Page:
Researchers already know that a glass or two of red wine a day is good for the heart. Now, they've found that a naturally occurring antioxidant in grape and wine can help destroy pancreatic cancer cells.
Boffins at University of Rochester Medical Center have found that resveratrol, the natural antioxidant, can help destroy cancer cells by reaching and crippling the mitochondria, the cell's core energy source.
The study also showed that a combination of pre-treating cancer cells with resveratrol and then irradiating them induces apoptosis, a type of cell death important in cancer therapy.
Lead author Paul Okunieff, M.D., chief of Radiation Oncology at the James P. Wilmot Cancer Center at the University of Rochester Medical Center, said that the finding of a link between the antioxidant and the mitochondria was critical because, like the cell nucleus, the mitochondria contains its own DNA and has the ability to continuously supply the cell with energy when functioning properly. Stopping the energy flow theoretically stops the cancer
"We've discovered an important part of that equation. Resveratrol seems to have a therapeutic gain by making tumor cells more sensitive to radiation and making normal tissue less sensitive," he said.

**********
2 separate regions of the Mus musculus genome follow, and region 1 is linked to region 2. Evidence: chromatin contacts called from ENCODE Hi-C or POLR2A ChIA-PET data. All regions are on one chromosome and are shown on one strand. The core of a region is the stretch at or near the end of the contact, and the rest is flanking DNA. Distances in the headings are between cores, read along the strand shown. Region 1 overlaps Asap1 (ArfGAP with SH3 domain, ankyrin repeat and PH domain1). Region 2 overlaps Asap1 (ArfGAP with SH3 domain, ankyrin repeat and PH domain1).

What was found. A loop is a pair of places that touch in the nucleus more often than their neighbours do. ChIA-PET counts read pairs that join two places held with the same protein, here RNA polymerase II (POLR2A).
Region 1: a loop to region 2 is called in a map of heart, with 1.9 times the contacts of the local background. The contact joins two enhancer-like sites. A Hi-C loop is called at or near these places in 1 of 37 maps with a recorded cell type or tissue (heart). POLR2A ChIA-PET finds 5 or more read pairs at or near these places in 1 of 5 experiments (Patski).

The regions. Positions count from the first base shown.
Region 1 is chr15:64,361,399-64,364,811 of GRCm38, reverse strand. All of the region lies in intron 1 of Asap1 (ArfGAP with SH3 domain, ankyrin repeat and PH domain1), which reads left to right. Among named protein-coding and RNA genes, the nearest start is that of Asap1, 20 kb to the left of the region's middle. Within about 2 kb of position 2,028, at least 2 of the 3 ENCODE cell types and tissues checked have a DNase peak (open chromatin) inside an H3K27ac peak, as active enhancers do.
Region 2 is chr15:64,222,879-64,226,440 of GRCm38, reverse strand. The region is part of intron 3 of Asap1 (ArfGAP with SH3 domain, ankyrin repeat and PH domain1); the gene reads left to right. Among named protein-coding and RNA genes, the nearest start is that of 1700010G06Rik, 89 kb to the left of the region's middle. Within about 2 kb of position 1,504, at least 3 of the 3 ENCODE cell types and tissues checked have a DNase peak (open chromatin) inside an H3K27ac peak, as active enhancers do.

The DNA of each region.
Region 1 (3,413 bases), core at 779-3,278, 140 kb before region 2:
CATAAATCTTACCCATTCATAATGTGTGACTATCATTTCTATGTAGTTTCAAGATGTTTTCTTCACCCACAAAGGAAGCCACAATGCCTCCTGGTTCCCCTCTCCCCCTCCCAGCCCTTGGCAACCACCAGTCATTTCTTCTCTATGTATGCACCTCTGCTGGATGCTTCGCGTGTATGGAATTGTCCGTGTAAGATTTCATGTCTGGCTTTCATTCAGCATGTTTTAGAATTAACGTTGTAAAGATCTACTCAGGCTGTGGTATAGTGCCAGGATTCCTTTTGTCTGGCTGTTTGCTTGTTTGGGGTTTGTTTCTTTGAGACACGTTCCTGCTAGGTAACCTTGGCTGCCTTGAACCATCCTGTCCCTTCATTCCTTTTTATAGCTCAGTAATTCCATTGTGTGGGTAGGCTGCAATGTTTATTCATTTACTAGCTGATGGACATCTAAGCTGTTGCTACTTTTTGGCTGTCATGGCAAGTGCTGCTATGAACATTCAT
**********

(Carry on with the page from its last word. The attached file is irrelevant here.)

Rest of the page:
As a part of the study the team divided pancreatic cancer cells into two groups: cells treated without resveratrol, or with resveratrol, at a relatively high dose of 50 mg/ml, in combination with ionizing radiation.
They then analysed the mitochondria function of the cells treated with resveratrol, and also measured apoptosis (cell death), the level of reactive oxygen species in the cells, and how the cell membranes responded to the antioxidant.
Their study showed that resveratrol not only lowered the function of proteins in the pancreatic cancer cell membranes that make the cells chemo-sensitive by pumping chemotherapy out of the cell, but that the antioxidant also triggered the production of reactive oxygen species (ROS), which are substances circulating in the human body that have been implicated in a number of diseases: when ROS is increased, cells burn out and die.
This in turn, caused apoptosis.
Other than this, the boffins also noted that resveratrol depolarized the mitochondrial membranes, which indicates a decrease in the cell's potential to function.
Okunieff added that while additional studies are needed in this field, the current study indicates that resveratrol has a promising future as part of the treatment for cancer.
The study is published in the March edition of the journal, Advances in Experimental Medicine and Biology.